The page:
Posts Tagged ‘The Cloisters’

The garogyles hanging out over 181st Street

April 16, 2012

The apartment building they’re carved into doesn’t appear to be anything special.

And thanks to what looks like decades of dirt and grime, these gargoyles are easy to miss.

But if you happen to be on 181st Street between Broadway and Fort Washington Avenue, look up and check out these goofy, expressive faces and figures.

They decorate two sides of the six-story residence, which looks like it dates to the 1930s.

Could they be inspired by the Cloisters, not too far away, with its treasure of Medieval gargoyles from Europe?

The Gothic castle that once stood in Inwood

May 31, 2011

No, not the Cloisters, the magnificent reconstructed abbey that dominates the neighborhood today.

We’re talking about Libby Castle, just about the most impressive mansion among all of the ostentatious 19th century estates built in this hilly stretch of Manhattan, kind of a rural retreat for the city’s superrich.

Originally named Woodcliff Castle in 1855 by its first owner, importer Augustus C. Richards, it passed through several bigwig owners in its short life span.

William “Boss” Tweed of Tammany Hall fame later lived there, as did department store millionaire A.T. Stewart, who bequeathed it to his business partner, William Libbey (yep, the castle’s name is a misspelling).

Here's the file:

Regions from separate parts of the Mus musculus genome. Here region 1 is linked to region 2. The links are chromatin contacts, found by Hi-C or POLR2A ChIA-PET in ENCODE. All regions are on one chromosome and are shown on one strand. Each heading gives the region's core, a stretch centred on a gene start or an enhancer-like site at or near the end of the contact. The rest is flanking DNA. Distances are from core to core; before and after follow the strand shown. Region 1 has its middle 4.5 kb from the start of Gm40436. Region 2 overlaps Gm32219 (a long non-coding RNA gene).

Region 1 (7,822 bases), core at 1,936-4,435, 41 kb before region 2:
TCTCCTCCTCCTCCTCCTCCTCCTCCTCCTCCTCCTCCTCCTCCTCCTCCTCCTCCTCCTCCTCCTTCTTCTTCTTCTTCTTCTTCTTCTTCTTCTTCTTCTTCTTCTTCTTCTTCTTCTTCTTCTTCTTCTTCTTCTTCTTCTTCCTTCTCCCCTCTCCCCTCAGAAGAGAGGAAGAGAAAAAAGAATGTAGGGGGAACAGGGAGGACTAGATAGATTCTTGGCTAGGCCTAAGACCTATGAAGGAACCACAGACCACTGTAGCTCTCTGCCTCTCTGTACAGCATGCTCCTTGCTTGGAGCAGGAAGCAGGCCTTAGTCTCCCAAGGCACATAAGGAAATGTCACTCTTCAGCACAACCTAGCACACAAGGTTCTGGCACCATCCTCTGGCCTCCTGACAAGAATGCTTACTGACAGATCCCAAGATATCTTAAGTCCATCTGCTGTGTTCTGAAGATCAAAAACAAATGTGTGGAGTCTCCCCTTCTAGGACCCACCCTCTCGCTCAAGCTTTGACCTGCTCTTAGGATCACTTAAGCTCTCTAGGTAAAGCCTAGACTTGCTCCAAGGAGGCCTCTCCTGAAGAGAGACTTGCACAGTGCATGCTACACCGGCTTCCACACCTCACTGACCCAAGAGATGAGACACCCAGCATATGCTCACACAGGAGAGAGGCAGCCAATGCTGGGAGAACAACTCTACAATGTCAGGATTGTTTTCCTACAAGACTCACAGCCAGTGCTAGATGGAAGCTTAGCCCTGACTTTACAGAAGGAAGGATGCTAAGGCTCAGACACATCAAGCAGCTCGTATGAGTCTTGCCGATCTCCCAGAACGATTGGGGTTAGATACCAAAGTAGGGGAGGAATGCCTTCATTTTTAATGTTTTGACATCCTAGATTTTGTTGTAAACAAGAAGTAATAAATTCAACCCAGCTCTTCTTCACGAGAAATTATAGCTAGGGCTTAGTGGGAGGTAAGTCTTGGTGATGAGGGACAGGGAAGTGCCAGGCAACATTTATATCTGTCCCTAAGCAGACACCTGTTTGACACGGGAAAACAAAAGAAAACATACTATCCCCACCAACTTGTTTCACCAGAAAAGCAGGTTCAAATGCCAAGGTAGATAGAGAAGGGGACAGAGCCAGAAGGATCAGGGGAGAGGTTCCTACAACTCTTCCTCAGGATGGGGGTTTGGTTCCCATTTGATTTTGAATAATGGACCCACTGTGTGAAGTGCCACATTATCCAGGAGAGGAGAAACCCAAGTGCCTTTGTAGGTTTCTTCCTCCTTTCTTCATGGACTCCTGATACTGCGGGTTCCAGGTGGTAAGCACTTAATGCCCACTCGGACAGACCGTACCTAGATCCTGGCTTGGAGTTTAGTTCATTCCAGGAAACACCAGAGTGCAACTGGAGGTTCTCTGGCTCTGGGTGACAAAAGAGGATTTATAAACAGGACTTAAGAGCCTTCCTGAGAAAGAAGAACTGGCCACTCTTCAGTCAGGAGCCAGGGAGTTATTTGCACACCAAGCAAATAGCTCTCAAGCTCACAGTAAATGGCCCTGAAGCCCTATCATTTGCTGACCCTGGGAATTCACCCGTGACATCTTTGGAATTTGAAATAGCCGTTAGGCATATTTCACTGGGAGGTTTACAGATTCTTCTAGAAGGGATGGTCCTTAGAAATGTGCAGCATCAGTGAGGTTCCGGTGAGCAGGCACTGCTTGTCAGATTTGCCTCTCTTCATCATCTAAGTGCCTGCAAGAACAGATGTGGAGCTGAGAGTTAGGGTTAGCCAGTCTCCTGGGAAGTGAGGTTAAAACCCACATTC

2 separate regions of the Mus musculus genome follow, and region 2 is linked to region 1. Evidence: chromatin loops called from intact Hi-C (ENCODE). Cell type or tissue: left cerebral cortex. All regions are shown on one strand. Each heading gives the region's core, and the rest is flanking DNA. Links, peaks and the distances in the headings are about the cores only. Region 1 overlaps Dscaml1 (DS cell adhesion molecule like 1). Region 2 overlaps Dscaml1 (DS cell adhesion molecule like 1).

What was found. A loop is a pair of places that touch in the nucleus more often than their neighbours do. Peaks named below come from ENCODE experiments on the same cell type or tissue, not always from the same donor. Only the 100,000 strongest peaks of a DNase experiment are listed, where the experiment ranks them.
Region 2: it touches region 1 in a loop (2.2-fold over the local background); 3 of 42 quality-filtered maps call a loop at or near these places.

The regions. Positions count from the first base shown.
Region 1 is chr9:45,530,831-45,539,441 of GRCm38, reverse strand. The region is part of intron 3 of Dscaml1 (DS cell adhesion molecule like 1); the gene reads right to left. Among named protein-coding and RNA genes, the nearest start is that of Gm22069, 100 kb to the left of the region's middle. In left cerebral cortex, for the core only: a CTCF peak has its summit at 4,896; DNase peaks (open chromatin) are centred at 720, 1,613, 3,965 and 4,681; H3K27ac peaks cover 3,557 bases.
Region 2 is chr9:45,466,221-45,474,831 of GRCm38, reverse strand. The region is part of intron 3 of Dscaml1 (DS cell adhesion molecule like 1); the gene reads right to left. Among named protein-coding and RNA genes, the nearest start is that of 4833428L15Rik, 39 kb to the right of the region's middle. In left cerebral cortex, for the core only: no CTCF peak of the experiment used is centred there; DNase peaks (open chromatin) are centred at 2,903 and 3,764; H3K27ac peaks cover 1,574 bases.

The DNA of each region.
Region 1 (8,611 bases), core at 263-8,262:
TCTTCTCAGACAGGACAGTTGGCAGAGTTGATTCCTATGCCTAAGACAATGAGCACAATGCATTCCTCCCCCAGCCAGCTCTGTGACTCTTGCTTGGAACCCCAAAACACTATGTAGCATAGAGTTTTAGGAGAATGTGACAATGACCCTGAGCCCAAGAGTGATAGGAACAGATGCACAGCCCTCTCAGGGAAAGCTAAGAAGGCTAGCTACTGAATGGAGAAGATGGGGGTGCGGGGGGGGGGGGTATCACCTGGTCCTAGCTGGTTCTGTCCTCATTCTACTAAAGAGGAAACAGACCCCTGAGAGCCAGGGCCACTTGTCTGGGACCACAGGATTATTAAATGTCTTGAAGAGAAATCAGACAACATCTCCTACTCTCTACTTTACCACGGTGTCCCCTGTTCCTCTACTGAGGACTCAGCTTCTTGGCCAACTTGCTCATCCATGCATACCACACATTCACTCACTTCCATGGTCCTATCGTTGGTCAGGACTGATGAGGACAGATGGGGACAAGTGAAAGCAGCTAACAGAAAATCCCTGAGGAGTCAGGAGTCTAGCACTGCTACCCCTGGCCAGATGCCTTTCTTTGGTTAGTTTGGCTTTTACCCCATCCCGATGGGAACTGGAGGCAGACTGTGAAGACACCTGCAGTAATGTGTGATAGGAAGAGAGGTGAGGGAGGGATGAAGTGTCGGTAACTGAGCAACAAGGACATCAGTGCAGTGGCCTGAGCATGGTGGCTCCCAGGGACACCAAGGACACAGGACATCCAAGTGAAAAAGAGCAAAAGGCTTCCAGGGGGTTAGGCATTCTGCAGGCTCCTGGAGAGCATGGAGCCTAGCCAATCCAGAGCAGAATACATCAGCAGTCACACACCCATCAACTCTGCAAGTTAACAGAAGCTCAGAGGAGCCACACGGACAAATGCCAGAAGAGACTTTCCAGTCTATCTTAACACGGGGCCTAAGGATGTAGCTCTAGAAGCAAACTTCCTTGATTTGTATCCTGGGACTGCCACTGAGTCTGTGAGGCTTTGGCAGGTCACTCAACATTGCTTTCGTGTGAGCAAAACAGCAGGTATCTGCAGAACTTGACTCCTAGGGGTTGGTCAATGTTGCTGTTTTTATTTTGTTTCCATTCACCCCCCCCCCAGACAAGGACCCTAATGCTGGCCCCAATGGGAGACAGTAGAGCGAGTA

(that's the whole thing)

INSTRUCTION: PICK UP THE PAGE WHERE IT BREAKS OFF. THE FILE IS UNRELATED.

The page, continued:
By 1920, Libby Castle and some land surrounding it were owned by John D. Rockefeller. He bulldozed it to build the Cloisters and Fort Tryon Park in the 1930s.

Myinwood.net has a terrific article and fab photos.

New York war hero: Margaret Corbin

May 24, 2009

It’s Memorial Day weekend—an appropriate time to remember Margaret Corbin, considered by some to be the first female American soldier and someone whose name shows up all over Northern Manhattan.

MargaretcorbinCorbin was the wife of a Virginia farmer who had enlisted in the Pennsylvania state artillery to fight for the colonists during the Revolutionary War. Rather than stay at home alone, she joined his company as a “camp follower,” as other wives were called, cooking and nursing wounded soldiers.

On November 16, 1776, their company was stationed at Fort Washington—where Fort Tryon Park is today—to help stave off a sneak attack launched by British and Hessian forces. After her husband was killed instantly while operating a canon, Margaret stepped into his place and began firing. Fortryonplaque

Though the four-hour battle ended with the enemy capturing Fort Washington, and she was severely wounded, Margaret supposedly proved to be one of the best gunners on the colonists’ side. 

She never fully recovered from her injuries and was eventually given $30 plus a lifetime disability pension.

Today, a plaque in Fort Tryon Park honors her bravery. And Northern Manhattan near The Cloisters is home to Margaret Corbin Drive and Margaret Corbin Circle.